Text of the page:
The problem I see, and it's a very serious one, is that there has been a proliferation of weapons of mass destruction, and the terrorist networks have close linkages with terrorist states, the states that are on the worldwide known terrorist list– Iraq, Iran, Libya, Syria, North Korea, one or two others. Now those countries have been developing weapons of mass destruction for some time. They are testing and weaponized chemical and biological weapons. They are aggressively trying to get nuclear weapons, we know that.


    Two more administration officials appeared before another Senate panel. They, too, were quizzed about the pre-9/11 memos and intelligence.

    But first, Commerce Committee Chairman Fritz Hollings criticized the idea of arming airline pilots.

  • SEN. FRITZ HOLLINGS, Chairman, Commerce Committee:

    First the pilots wanted guns. "No, we'll give 'em stun guns." Then the flight attendants wanted metal bars, 18 inches long, crowbars. And now I guess that we're going to give the passengers machetes and all… and let them all just fight it out in the cabin. If I was a terrorist, I'd say, "whoopee, we don't have to worry about all this security and your EDS system and whatever else. They've got all the weapons on board for me. All I got to do is grab a bunch of them and take the plane over."


    Democratic Senators then pressed Transportation Secretary Norm Mineta for answers about the FBI memos and warnings gathered before September 11.

    NORMAN MINETA, Secretary of Transportation: In reviewing all of those reports, they really are of generalized information gleaned from the intelligence reports, and very little in terms of specificity about the method or kind of things that might take place.

    And I remember asking one time after… soon after the 11th of September, "Is there a way of taking all the pieces of information that we have heard since I've been here on the 20th of January, and putting those dots together to have anything point to anything?" Very, very difficult to do that.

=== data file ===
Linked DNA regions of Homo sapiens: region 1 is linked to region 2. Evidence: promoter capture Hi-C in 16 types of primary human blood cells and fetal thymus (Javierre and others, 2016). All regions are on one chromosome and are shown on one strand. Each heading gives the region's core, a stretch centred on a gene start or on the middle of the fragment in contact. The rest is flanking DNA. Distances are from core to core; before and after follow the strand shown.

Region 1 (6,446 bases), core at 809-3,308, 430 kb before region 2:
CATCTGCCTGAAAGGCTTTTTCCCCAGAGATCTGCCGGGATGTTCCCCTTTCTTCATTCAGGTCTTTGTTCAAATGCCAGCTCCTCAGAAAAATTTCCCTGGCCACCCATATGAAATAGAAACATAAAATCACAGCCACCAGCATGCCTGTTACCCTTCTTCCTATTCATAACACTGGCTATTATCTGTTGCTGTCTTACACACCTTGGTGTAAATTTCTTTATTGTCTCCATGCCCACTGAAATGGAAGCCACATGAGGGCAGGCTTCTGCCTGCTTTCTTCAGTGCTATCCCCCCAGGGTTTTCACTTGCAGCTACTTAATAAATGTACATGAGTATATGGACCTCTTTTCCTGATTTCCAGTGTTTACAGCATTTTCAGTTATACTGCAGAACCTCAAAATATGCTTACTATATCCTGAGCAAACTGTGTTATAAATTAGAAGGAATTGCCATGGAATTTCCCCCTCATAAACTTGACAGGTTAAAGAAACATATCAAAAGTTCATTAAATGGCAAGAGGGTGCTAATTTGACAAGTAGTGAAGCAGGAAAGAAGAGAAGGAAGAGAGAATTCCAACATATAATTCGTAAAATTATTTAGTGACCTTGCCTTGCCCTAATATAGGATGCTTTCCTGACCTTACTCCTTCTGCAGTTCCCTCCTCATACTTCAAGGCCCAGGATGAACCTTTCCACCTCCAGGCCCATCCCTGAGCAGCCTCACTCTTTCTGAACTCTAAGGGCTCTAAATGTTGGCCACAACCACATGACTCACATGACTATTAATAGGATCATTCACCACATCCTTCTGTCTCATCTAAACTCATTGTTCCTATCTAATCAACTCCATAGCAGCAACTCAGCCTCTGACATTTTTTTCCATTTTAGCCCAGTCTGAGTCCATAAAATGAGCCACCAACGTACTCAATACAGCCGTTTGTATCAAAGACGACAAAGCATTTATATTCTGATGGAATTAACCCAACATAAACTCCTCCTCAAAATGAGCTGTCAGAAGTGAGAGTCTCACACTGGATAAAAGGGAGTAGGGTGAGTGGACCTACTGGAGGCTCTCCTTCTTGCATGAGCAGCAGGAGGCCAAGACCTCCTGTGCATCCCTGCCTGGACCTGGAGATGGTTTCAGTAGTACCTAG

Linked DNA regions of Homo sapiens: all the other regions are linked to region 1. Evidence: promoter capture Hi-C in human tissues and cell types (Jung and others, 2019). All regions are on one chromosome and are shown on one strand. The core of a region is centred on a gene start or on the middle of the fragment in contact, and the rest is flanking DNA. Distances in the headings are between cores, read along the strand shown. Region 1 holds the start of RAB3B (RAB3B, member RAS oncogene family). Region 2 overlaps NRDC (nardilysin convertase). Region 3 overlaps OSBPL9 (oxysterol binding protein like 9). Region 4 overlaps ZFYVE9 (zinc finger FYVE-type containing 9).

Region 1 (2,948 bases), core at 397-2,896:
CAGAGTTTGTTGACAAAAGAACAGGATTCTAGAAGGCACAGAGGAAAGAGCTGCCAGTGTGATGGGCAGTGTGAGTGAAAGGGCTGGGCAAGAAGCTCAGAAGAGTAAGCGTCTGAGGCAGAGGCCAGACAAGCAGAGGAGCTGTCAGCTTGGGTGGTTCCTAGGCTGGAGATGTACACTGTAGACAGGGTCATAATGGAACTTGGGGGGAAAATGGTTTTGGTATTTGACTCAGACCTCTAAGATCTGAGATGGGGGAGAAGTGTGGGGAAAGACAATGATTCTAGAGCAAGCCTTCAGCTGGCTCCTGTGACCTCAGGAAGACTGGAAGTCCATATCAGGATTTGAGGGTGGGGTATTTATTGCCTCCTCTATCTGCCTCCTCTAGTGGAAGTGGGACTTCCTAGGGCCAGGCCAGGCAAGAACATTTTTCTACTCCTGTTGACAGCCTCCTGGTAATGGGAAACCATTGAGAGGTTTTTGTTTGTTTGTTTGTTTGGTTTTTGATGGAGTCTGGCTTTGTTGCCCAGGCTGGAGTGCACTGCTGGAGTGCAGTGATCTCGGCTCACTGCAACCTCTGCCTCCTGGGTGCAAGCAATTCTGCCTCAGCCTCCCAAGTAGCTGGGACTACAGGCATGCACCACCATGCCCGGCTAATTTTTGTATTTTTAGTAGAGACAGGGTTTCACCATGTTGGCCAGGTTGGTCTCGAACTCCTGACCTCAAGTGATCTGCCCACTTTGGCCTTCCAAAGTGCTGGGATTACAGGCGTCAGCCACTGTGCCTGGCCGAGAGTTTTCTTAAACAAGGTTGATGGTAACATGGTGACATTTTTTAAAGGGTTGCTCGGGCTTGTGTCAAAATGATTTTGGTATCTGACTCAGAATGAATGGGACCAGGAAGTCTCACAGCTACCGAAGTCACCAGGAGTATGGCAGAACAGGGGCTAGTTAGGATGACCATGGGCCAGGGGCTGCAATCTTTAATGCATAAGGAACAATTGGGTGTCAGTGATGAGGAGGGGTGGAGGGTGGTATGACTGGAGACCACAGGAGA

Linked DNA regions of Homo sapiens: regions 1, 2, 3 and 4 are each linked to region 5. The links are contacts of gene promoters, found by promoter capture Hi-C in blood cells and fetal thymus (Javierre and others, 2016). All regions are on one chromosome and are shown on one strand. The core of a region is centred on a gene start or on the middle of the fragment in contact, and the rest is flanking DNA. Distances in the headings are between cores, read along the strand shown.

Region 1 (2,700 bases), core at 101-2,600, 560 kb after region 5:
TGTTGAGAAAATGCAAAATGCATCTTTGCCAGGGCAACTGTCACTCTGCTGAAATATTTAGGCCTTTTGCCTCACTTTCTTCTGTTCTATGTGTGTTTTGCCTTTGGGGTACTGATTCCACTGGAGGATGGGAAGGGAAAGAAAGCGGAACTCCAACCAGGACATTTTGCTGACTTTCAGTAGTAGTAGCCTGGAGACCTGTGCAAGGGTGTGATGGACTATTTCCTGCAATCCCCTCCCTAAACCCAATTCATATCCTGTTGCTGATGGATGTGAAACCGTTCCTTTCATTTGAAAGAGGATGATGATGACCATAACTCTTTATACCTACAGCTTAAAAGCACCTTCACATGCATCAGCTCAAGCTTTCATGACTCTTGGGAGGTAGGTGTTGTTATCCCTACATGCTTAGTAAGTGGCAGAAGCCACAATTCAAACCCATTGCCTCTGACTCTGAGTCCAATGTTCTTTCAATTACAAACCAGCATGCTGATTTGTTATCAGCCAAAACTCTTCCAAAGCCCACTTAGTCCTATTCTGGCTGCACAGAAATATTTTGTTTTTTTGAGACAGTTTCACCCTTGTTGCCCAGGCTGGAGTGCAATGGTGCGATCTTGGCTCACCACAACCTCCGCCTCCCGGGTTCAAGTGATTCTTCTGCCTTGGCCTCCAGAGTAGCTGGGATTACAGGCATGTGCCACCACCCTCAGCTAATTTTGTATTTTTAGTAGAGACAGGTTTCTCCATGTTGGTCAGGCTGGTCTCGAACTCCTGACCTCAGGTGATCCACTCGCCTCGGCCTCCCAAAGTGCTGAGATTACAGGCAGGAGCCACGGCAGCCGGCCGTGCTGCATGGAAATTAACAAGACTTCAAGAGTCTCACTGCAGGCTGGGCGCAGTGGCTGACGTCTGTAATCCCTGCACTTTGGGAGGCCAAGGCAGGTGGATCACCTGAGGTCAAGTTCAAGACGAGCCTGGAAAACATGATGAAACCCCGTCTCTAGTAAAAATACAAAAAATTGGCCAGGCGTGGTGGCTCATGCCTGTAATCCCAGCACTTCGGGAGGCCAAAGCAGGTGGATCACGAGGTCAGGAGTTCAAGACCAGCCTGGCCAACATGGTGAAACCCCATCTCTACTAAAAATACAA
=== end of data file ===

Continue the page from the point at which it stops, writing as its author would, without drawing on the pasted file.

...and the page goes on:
SEN. RON WYDEN, (D) Oregon: Yesterday's Wall Street Journal, Mr. Secretary, reported that the FBI informed the FAA a week before September 11 of the arrest of Mr. Moussaoui, the terrorist who wanted to learn obviously to fly large planes. The FAA chose not to pass along this information to the airlines, I gather, because the individual was arrested.


    The FBI sent the FAA the following information in a cable June 5. It was a classified cable, meaning its contents were not to be widely shared. It said that Moussaoui's arrest was part of an ongoing FBI investigation. It stated that the only suspect was in custody, indicating any threat that he might have created had been removed.

    Nothing in the cable indicated that an event was imminent. The cable it sent to the FAA simply said that Mr. Moussaoui wanted to learn how to, "take off and land a 747." It did not, and I repeat it did not say that he only wanted to learn how to take off, and was not interested in learning how to land. The cable to the FAA said, rightly or wrongly, the only pilot training he wanted was how to take off and land. So take off and landing are the only two things that a suicide bomber is not interested in. So based on the nature of all this information, the FAA decided the threat was general and nonspecific enough that it would wait for further information from the FBI before it should notify stakeholders in the aviation community.


    Mineta said the various agencies monitoring threats to airline security now participate in twice a day secure phone calls.